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//   by judethomas |

Why Javascript Is(n’t) A Problem For Your SEO Anymore

Javascript Is(n't) A Problem For Your SEO Anymore

Since its beginning, SEO has developed a lot, both from a strictly content-related point of view and from, most importantly, a technical one. In fact, SEO has become a very coding-based discipline, where front-end development and content marketing intersect in order to improve a particular site’s organic traffic. Let’s dive straight into the current state of Javascript for your SEO.

The Indexing Myth

Javascript has always been seen as a major problem for what concerns SEO, given the fact that it was known to slow the entire crawling and indexing process, which is exactly what a Technical SEO executive wants to avoid. This was due to the fact that the crawling process was only gathering HTML and CSS pieces of information, which automatically removed all the content that was installed into any JS-based application (whether if coded or CMS based).

As shown in the image down below, JS is indeed crawled and indexed in a second round by Googlebot, which should keep quite all the people who were saying that SEO optimized sites should be HTML and CSS based.



This has been said in many interviews, webinars, Reddit’s AMA and public speakings: Googlebot is old and it’s evolving at an incredibly slow pace. It has been stated, in fact, that the bot is using Chrome 41 to crawl websites, therefore all the newer syntaxes like ES6 are only partially supported. Chrome 64, which is the newest version, should help to keep the bot up to the pace, but no one knows when it will be released and implemented into the crawling process.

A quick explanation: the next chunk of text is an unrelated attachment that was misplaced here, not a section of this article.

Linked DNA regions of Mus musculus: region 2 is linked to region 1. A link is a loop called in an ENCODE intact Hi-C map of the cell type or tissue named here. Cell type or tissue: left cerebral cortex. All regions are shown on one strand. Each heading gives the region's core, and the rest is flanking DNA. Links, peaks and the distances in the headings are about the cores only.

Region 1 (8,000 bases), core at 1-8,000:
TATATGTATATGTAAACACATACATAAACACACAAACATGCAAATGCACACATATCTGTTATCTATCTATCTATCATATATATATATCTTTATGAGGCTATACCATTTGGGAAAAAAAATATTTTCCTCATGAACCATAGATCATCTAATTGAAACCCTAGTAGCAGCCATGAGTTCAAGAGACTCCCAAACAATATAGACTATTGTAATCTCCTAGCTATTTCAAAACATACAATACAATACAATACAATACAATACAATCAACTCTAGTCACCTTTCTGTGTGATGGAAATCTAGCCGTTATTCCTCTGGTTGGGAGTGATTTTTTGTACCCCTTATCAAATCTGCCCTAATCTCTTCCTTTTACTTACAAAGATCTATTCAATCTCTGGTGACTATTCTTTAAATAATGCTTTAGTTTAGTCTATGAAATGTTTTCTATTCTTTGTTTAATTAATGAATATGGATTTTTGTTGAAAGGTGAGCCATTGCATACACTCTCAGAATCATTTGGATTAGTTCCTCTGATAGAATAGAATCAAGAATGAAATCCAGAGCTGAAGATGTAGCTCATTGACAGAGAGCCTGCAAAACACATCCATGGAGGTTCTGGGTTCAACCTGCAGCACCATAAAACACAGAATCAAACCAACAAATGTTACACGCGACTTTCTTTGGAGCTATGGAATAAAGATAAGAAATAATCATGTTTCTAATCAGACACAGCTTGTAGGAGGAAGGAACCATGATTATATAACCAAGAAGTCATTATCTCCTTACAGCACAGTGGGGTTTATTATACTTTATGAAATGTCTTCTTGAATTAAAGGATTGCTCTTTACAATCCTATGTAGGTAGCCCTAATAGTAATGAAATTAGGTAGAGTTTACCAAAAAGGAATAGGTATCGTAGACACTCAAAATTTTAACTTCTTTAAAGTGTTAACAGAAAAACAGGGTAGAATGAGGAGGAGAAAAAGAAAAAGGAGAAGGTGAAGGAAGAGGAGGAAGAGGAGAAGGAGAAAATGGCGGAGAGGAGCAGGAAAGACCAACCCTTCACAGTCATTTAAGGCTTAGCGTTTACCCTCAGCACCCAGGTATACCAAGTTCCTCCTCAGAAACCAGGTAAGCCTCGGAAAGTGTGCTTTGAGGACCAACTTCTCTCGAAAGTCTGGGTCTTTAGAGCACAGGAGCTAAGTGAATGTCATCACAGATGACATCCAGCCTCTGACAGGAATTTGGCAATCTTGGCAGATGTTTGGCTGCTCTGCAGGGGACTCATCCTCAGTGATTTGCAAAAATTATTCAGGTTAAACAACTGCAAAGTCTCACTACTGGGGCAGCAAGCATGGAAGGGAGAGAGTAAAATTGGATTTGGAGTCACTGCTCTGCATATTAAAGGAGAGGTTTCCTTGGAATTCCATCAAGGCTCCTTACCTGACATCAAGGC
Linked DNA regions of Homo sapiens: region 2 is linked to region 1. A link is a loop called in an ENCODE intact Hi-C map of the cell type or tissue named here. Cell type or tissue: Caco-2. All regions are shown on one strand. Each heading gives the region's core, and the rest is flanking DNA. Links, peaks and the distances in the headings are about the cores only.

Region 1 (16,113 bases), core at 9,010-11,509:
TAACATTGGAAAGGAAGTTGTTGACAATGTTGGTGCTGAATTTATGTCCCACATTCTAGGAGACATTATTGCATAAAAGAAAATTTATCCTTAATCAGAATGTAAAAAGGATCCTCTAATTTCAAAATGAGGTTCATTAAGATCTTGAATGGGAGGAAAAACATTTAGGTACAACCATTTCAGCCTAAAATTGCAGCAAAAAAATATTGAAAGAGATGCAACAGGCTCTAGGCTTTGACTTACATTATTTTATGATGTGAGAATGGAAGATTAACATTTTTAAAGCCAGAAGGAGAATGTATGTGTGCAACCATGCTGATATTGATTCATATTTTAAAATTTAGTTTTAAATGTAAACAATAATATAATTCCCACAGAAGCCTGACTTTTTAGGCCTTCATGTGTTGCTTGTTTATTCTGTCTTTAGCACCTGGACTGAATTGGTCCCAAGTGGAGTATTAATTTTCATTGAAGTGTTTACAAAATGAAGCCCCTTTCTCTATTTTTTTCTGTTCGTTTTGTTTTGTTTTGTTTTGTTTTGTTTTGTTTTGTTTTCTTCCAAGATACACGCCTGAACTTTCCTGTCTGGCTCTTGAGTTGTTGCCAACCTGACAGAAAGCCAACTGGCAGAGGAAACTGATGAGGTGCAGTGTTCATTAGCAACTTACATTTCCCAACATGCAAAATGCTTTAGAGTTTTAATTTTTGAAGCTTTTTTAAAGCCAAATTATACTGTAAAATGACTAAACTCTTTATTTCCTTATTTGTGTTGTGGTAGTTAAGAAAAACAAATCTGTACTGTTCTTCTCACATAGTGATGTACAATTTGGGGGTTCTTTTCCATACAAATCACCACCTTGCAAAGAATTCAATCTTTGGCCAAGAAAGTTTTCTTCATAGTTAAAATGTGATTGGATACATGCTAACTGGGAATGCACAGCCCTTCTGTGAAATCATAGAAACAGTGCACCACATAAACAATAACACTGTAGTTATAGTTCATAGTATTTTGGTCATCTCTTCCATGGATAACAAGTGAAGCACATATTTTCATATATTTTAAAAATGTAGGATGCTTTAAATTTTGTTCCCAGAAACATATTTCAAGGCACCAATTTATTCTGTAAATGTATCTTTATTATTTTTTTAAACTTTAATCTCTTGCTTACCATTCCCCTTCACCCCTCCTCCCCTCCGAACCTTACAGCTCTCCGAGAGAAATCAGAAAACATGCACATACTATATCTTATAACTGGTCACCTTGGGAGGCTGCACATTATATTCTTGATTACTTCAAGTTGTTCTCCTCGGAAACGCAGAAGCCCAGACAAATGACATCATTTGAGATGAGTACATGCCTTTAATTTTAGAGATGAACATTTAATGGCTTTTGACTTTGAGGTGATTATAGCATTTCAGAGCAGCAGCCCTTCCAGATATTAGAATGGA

With this in mind, it’s important to act accordingly in order to understand how your JS sections are performing from an SEO point of view, especially if you are running an e-Commerce store, known for being very JS-heavy.

Timing Optimisation

Keeping in mind all these major details for what concerns both the crawling process and the indexing one, there is a major optimisation rule (stated by John Mueller) which is: “There’s no specific timeout value that we define, mostly because the time needed for fetching the resources is not deterministic or comparable to a browser (due to caching, server load, etc). 5 seconds is a good thing to aim for, I suspect many sites will find it challenging to get there though.”

With this in mind and given all the previously mentioned variables, it’s important to always keep in mind the crawl budget when it comes to planning a new page.

To Conclude

JS as a whole heavily developed and Google clearly hasn’t kept it up with it, but, compared to what once was its view on the crawling and indexing process, we can safely say that, if done right, basic JS isn’t a problem anymore. Of course, this technical optimization process has impacted the SEO scene a lot, especially in the UK, where the digital marketing sphere is incredibly big at the moment. In fact, as discussed by the biggest SEO agency Manchester currently has, JS should be the top priority when the Crawling Budget is discussed.

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